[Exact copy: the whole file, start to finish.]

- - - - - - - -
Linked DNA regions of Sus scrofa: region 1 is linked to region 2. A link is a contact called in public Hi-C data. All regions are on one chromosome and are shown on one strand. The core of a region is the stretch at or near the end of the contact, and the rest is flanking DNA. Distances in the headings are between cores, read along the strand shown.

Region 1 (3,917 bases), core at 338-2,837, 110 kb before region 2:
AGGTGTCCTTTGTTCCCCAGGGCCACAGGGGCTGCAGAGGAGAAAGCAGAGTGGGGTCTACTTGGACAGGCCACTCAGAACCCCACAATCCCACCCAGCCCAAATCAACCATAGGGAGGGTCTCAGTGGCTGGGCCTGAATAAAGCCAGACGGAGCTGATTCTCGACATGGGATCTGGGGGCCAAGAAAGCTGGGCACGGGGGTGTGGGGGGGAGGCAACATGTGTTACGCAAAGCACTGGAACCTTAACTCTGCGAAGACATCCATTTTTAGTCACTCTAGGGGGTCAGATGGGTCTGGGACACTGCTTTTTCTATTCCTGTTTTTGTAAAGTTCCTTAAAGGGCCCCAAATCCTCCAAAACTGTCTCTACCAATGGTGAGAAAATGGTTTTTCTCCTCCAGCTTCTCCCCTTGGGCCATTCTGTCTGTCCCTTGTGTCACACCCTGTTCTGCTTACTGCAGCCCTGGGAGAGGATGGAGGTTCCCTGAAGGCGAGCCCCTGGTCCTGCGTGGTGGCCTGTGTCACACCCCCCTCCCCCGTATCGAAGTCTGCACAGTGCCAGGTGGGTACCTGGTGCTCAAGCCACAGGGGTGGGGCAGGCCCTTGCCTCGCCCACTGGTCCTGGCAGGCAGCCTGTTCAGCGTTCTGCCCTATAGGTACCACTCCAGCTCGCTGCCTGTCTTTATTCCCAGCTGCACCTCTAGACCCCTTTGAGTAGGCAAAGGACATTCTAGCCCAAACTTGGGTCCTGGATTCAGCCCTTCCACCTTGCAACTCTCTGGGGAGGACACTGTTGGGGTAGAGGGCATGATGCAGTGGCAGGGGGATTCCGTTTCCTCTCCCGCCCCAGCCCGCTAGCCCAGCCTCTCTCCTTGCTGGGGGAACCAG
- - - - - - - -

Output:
Linked DNA regions of Sus scrofa: region 1 is linked to region 2. A link is a contact called in public Hi-C data. All regions are on one chromosome and are shown on one strand. The core of a region is the stretch at or near the end of the contact, and the rest is flanking DNA. Distances in the headings are between cores, read along the strand shown.

Region 1 (3,917 bases), core at 338-2,837, 110 kb before region 2:
AGGTGTCCTTTGTTCCCCAGGGCCACAGGGGCTGCAGAGGAGAAAGCAGAGTGGGGTCTACTTGGACAGGCCACTCAGAACCCCACAATCCCACCCAGCCCAAATCAACCATAGGGAGGGTCTCAGTGGCTGGGCCTGAATAAAGCCAGACGGAGCTGATTCTCGACATGGGATCTGGGGGCCAAGAAAGCTGGGCACGGGGGTGTGGGGGGGAGGCAACATGTGTTACGCAAAGCACTGGAACCTTAACTCTGCGAAGACATCCATTTTTAGTCACTCTAGGGGGTCAGATGGGTCTGGGACACTGCTTTTTCTATTCCTGTTTTTGTAAAGTTCCTTAAAGGGCCCCAAATCCTCCAAAACTGTCTCTACCAATGGTGAGAAAATGGTTTTTCTCCTCCAGCTTCTCCCCTTGGGCCATTCTGTCTGTCCCTTGTGTCACACCCTGTTCTGCTTACTGCAGCCCTGGGAGAGGATGGAGGTTCCCTGAAGGCGAGCCCCTGGTCCTGCGTGGTGGCCTGTGTCACACCCCCCTCCCCCGTATCGAAGTCTGCACAGTGCCAGGTGGGTACCTGGTGCTCAAGCCACAGGGGTGGGGCAGGCCCTTGCCTCGCCCACTGGTCCTGGCAGGCAGCCTGTTCAGCGTTCTGCCCTATAGGTACCACTCCAGCTCGCTGCCTGTCTTTATTCCCAGCTGCACCTCTAGACCCCTTTGAGTAGGCAAAGGACATTCTAGCCCAAACTTGGGTCCTGGATTCAGCCCTTCCACCTTGCAACTCTCTGGGGAGGACACTGTTGGGGTAGAGGGCATGATGCAGTGGCAGGGGGATTCCGTTTCCTCTCCCGCCCCAGCCCGCTAGCCCAGCCTCTCTCCTTGCTGGGGGAACCAG